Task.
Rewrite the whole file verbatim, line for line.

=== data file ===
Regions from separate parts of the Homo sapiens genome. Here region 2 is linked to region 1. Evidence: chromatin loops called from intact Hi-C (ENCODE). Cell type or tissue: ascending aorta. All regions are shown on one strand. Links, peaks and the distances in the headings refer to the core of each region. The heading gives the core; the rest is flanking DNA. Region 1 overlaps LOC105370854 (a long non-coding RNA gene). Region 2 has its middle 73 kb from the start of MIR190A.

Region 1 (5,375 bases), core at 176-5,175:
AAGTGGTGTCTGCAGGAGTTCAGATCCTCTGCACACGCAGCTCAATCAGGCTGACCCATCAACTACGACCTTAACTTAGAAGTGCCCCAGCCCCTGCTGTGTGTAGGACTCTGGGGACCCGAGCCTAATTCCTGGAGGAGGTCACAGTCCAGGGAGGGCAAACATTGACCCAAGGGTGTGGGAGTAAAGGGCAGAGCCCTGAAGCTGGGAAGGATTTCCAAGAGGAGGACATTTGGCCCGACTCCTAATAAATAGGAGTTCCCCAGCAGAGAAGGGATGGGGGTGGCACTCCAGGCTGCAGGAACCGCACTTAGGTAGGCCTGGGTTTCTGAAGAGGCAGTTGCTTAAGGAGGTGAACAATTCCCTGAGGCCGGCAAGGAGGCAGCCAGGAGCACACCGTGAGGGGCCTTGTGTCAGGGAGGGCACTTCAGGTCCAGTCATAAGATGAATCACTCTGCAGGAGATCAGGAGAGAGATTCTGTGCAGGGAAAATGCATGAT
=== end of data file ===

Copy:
Regions from separate parts of the Homo sapiens genome. Here region 2 is linked to region 1. Evidence: chromatin loops called from intact Hi-C (ENCODE). Cell type or tissue: ascending aorta. All regions are shown on one strand. Links, peaks and the distances in the headings refer to the core of each region. The heading gives the core; the rest is flanking DNA. Region 1 overlaps LOC105370854 (a long non-coding RNA gene). Region 2 has its middle 73 kb from the start of MIR190A.

Region 1 (5,375 bases), core at 176-5,175:
AAGTGGTGTCTGCAGGAGTTCAGATCCTCTGCACACGCAGCTCAATCAGGCTGACCCATCAACTACGACCTTAACTTAGAAGTGCCCCAGCCCCTGCTGTGTGTAGGACTCTGGGGACCCGAGCCTAATTCCTGGAGGAGGTCACAGTCCAGGGAGGGCAAACATTGACCCAAGGGTGTGGGAGTAAAGGGCAGAGCCCTGAAGCTGGGAAGGATTTCCAAGAGGAGGACATTTGGCCCGACTCCTAATAAATAGGAGTTCCCCAGCAGAGAAGGGATGGGGGTGGCACTCCAGGCTGCAGGAACCGCACTTAGGTAGGCCTGGGTTTCTGAAGAGGCAGTTGCTTAAGGAGGTGAACAATTCCCTGAGGCCGGCAAGGAGGCAGCCAGGAGCACACCGTGAGGGGCCTTGTGTCAGGGAGGGCACTTCAGGTCCAGTCATAAGATGAATCACTCTGCAGGAGATCAGGAGAGAGATTCTGTGCAGGGAAAATGCATGAT